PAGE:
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Yemen: Newsline

Over one million Yemenis to benefit from new WFP project

©Luay Basil/ World Food Programme
SANA'A, 14 March 2007 - The Government of Yemen represented by H.E. Abdulkarim Al-Arhabi, Minister of Planning and International Cooperation, and World Food Programme (WFP) represented by Mohamed El-Kouhene, WFP Representative in Yemen, today signed a Country Programme Action Plan for the period 2007-2011.

The Programme will benefit one million Yemenis by helping to reduce poverty, food insecurity and malnutrition as well as narrowing the gender gap in education.

At a cost of US$48 million, the new five-year Country Programme will focus on expanding girls’ access to education and improving the health and nutritional status of malnourished children under five, pregnant and lactating women, and tuberculosis and leprosy patients.

Crisis proportions

“Food insecurity has reached crisis proportions in Yemen and over 50 percent of children under five are malnourished. WFP, in partnership with the Yemeni government and other UN agencies, will do its utmost effort to reduce these levels,” said El-Kouhene.

Scarce natural resources, combined with one of the highest population growth rates in the world, have contributed to Yemen’s economic difficulties.

Over 40 percent of the population live on less than US$2 per day and over 70 percent live in rural areas, where stagnating agricultural production has led to severe poverty and a high unemployment rate.

School feeding

One of WFP’s activities under the project will be providing food rations as an incentive to encourage families to enrol their children, especially girls, in primary schools. It will also be expanded to include girls in secondary education.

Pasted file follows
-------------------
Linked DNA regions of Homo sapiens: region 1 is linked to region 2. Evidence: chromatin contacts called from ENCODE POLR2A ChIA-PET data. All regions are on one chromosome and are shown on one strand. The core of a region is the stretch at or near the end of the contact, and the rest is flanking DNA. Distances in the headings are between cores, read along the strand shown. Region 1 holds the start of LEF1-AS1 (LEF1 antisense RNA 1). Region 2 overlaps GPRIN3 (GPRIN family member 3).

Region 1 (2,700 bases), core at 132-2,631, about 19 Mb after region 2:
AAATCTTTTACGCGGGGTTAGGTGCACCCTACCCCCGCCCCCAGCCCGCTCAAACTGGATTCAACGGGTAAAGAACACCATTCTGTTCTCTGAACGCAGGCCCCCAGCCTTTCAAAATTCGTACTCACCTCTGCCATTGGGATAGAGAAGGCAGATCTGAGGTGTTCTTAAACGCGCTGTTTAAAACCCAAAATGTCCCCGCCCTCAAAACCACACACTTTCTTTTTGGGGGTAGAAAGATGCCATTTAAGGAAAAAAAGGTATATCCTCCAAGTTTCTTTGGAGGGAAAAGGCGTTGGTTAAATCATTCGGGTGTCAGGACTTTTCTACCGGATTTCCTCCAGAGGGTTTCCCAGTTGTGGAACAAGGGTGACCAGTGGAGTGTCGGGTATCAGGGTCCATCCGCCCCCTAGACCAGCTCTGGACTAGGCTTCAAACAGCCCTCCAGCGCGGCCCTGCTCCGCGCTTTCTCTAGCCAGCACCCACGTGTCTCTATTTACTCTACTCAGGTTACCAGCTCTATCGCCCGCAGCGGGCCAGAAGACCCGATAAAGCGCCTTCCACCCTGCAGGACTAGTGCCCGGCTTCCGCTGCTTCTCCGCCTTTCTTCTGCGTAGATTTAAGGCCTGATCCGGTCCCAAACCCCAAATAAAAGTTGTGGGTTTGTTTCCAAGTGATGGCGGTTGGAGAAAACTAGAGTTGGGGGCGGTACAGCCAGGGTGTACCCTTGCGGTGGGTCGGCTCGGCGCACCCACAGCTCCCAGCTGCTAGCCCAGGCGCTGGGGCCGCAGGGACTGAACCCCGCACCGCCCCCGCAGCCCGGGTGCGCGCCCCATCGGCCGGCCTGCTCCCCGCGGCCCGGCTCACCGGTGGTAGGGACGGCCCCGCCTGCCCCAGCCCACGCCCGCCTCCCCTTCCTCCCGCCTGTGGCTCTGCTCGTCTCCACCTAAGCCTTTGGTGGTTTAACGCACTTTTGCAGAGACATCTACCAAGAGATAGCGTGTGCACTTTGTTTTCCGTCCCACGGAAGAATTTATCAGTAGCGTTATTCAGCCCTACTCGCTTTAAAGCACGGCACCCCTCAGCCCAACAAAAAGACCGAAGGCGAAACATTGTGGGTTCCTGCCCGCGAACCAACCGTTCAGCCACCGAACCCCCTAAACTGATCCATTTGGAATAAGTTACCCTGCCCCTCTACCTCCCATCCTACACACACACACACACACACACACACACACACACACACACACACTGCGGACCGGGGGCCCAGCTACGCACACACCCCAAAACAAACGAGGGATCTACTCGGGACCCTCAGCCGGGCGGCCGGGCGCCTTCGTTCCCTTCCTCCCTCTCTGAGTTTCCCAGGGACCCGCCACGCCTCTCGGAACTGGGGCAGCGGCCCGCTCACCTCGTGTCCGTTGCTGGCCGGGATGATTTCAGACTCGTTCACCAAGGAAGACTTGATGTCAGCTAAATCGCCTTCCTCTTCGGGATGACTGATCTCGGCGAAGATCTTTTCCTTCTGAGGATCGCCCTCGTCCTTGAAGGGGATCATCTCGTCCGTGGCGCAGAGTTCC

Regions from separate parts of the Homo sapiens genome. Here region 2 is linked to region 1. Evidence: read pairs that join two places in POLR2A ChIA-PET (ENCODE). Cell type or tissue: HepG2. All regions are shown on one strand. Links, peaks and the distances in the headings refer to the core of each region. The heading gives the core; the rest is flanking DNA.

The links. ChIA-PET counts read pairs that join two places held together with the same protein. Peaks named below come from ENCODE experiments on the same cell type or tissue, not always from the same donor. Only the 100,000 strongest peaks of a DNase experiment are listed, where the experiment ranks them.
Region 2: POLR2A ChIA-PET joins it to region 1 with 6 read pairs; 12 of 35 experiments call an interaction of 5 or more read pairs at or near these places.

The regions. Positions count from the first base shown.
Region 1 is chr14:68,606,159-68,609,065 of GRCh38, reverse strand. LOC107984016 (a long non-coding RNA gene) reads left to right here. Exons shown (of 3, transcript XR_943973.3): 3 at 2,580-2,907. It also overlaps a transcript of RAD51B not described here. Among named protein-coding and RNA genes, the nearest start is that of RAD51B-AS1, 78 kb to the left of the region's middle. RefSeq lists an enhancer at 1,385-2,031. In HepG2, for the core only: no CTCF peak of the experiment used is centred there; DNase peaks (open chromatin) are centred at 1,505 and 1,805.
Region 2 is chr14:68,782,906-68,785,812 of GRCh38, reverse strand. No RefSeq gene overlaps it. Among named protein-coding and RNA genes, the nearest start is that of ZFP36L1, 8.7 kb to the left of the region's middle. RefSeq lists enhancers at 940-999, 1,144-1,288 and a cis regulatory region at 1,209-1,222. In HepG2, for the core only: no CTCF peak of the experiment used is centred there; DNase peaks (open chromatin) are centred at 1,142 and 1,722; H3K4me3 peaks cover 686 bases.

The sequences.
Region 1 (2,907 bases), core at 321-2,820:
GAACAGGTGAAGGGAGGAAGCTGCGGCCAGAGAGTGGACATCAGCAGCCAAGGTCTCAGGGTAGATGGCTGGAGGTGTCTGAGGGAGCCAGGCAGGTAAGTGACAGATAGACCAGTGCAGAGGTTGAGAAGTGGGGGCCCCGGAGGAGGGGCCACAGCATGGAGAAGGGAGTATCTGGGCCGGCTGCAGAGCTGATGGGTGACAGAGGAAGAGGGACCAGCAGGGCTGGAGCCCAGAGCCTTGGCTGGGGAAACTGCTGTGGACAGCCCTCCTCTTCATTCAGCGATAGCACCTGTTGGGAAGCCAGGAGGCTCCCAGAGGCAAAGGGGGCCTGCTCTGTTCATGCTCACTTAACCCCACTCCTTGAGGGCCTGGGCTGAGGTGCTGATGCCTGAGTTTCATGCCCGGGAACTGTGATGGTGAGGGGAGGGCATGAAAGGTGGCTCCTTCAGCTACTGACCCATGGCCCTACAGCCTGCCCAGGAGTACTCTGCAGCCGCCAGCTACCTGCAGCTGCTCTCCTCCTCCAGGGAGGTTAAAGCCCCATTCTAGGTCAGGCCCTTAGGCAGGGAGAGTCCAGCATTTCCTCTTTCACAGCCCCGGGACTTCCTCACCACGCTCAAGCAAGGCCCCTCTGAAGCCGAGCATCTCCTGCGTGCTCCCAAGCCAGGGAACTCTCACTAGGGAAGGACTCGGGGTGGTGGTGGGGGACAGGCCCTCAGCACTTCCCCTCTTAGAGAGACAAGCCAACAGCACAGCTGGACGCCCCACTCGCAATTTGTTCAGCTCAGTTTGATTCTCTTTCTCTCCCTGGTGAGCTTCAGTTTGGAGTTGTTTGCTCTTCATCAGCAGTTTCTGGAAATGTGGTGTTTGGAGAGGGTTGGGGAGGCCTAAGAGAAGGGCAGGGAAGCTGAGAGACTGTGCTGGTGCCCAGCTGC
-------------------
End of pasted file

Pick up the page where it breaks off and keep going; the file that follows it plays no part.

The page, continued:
“Girls’ education is as essential as it is for boys. They are at least half the future of this country as active members of the society who will ensure that the country can move forward,” added El-Kouhene.

Gender inequality in education is a problem especially evident in primary schools where the enrolment rate for girls is 61 percent compared to 86 percent for boys. The illiteracy rate for girls over 15 years of age has also peaked at 71.5 percent.

Real change

“Donors have been supportive to WFP’s operations in Yemen. With a new project focusing exclusively on women and girls, adequate resources would help us work with the government to make a real change in the lives of hundreds of thousands of Yemenis,” stressed El-Kouhene.

WFP has provided US$400 million of food assistance to Yemen since 1967, when the country was split into the Yemen Arab Republic and the South People’s Democratic Republic of Yemen.


The new Country Programme has already received a first donation from France of about US$635,000.

“We are confident that many other donors will come forward and support our work in Yemen,” said El-Kouhene.

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